Good bug guide

   
Assassin Bug
Assassin Bug
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Latin Name: Family Reduvidae
Benefits: Assassin bugs are voracious predators of many garden pests including flies, mosquitoes, beetles and large caterpillars.
How To Recognize: This aptly-named, vicious-looking bug is about 1/4 to one inch long, with a cone-shaped head and wide curving beak. They may cause a painful bite to a human if captured. Some species squeak if caught. Females lay single eggs in cracks, under rocks or in other sheltered spots in summer, and new adults emerge around the following June. There is only one generation per year.

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Bacillus Thuringiensis (B.t.)

Benefits: Selective to caterpillars. Relatively non-toxic to humans, pets, birds, and beneficial insects (except caterpillars).

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Bald-faced Hornet
Bald-faced Hornet
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Latin Name: Family Vespidae
Benefits: They eat many pests including crane flies and other flies. They also eat yellow jackets. They may also act as pollinators of some plants.
How To Recognize: These insects resemble a yellow jacket but are larger, up to 3/4 inch in length. They are mostly black, with a white face and white markings on the tip of the abdomen. They build large paper nests that can measure up to 14 inches in diameter and 24 inches long!

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Beneficial Nematode

Benefits: Non-chemical control is not toxic to humans, pets, or beneficial insects. Effective against a number of serious pests that live in the soil.

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Bumble Bee
Bumble Bee
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Latin Name: Bombuss sp.
Benefits: Emerging workers are able to fly in very cool weather, making them a very valuable pollinator of a variety of plants.
How To Recognize: Large and lumbering, black and yellow bumble bees measure up to one inch in length. These fuzzy insects make a loud droning buzz as they fly somewhat awkwardly from flower to flower. Bumble bees nest in soil or leaf litter where a single queen lays 8 to 12 eggs in spring and continues to lay eggs through the summer.

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Centipede
Centipede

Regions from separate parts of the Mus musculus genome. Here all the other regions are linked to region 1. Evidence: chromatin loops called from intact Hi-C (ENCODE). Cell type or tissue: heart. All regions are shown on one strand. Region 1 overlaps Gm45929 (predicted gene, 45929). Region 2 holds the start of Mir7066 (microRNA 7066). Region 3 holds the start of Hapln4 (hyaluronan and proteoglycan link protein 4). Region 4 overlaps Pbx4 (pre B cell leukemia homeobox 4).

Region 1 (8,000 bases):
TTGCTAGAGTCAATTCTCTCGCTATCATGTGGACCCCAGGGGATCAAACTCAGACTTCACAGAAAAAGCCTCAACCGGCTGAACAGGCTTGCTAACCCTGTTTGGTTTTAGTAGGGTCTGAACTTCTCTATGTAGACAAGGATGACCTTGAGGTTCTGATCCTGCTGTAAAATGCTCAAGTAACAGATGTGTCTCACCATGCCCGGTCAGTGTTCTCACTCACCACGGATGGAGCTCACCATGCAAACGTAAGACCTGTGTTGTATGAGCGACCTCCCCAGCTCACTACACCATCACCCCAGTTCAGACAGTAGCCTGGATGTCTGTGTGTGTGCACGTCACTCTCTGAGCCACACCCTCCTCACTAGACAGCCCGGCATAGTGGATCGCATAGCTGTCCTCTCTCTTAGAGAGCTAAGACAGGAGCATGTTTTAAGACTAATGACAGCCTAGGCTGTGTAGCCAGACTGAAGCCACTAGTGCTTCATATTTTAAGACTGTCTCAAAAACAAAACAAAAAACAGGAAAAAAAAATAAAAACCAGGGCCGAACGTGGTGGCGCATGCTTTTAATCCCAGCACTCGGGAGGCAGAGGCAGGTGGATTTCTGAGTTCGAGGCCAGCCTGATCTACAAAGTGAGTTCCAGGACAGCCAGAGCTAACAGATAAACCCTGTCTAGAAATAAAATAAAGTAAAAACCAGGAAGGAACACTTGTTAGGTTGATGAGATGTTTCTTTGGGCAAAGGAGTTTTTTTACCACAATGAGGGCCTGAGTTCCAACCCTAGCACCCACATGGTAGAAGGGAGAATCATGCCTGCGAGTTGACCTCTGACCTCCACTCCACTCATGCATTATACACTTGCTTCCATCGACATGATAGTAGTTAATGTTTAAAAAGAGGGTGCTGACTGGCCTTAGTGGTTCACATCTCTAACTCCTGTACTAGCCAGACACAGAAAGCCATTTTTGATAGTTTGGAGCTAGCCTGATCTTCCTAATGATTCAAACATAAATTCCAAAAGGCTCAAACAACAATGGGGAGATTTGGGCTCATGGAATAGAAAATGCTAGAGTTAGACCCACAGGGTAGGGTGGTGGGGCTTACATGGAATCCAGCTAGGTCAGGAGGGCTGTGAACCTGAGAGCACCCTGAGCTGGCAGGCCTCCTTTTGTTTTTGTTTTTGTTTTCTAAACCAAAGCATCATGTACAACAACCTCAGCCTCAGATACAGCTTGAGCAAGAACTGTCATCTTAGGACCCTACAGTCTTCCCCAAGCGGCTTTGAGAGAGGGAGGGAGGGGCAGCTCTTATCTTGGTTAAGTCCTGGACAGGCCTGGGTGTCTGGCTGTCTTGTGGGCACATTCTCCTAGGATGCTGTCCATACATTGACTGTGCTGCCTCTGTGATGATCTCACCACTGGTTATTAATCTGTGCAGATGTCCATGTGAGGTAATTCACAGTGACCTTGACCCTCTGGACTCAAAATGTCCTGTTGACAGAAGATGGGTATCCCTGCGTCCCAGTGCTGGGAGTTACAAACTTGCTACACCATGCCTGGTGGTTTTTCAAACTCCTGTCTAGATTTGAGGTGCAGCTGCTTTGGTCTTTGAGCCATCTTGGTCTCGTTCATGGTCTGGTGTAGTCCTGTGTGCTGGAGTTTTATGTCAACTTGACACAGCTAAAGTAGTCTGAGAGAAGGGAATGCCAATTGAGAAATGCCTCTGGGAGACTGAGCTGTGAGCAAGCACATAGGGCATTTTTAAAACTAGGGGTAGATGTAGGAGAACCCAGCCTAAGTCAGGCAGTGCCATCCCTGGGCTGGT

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Latin Name: Class Chilopoda
Benefits: Centipedes prey on pests and insects in the soil including slugs, worms and fly pupae. Centipedes kill their prey with venom, and their bite is moderately painful (although not dangerous) to humans.
How To Recognize: This long (1/2 to three inches) many-legged creature is light brown to black in color and moves quickly. Centipedes have only one pair of legs per segment. Millipedes, which are important in compost decay, have two pairs per segment. Both prefer moist areas in the garden and compost piles.

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Dragonfly
Dragonfly
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Latin Name: Damselfly, Order Odonata
Benefits: They eat mosquitoes, aphids and other pest bugs.
How To Recognize: There are more than 80 species in Washington. They can be identified by their long narrow body, their large compound eyes and the four transparent wings. There is variation in color. Sizes range from one to two inches. The larvae are found in water.

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Green Lacewing
Green Lacewing
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Latin Name:  Chrysopa spp.
Benefits: Lacewing larvae and adults feed voraciously upon aphids and other small insects, insect eggs, and spider mites. They also eat leafhopper nymphs, whiteflies and small caterpillars.
How To Recognize: Adult green lacewings have delicate, light green bodies; large clear wings; and bright golden or copper colored eyes. They are 1/2 to 3/4 inch long. The larvae are small, grayish brown, and narrow and they have pincerlike mandibles. Eggs are found on plant stems and foliage; they are laid singly or in small groups on top of fine, silken stalks.

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Hover Fly/Syrphid Fly
Hover Fly/Syrphid Fly
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Latin Name: Family Syrphidae
Benefits: Although not all are directly beneficial, many hover fly larvae prey on aphids, mealybugs and other small insects. Adults must feed on nectar before they reproduce, so are good pollinators.
How To Recognize: The adults have bodies with black and yellow stripes. While they look like bees or wasps, they don't sting. They range in size from less than ¼ inch to ½ inch.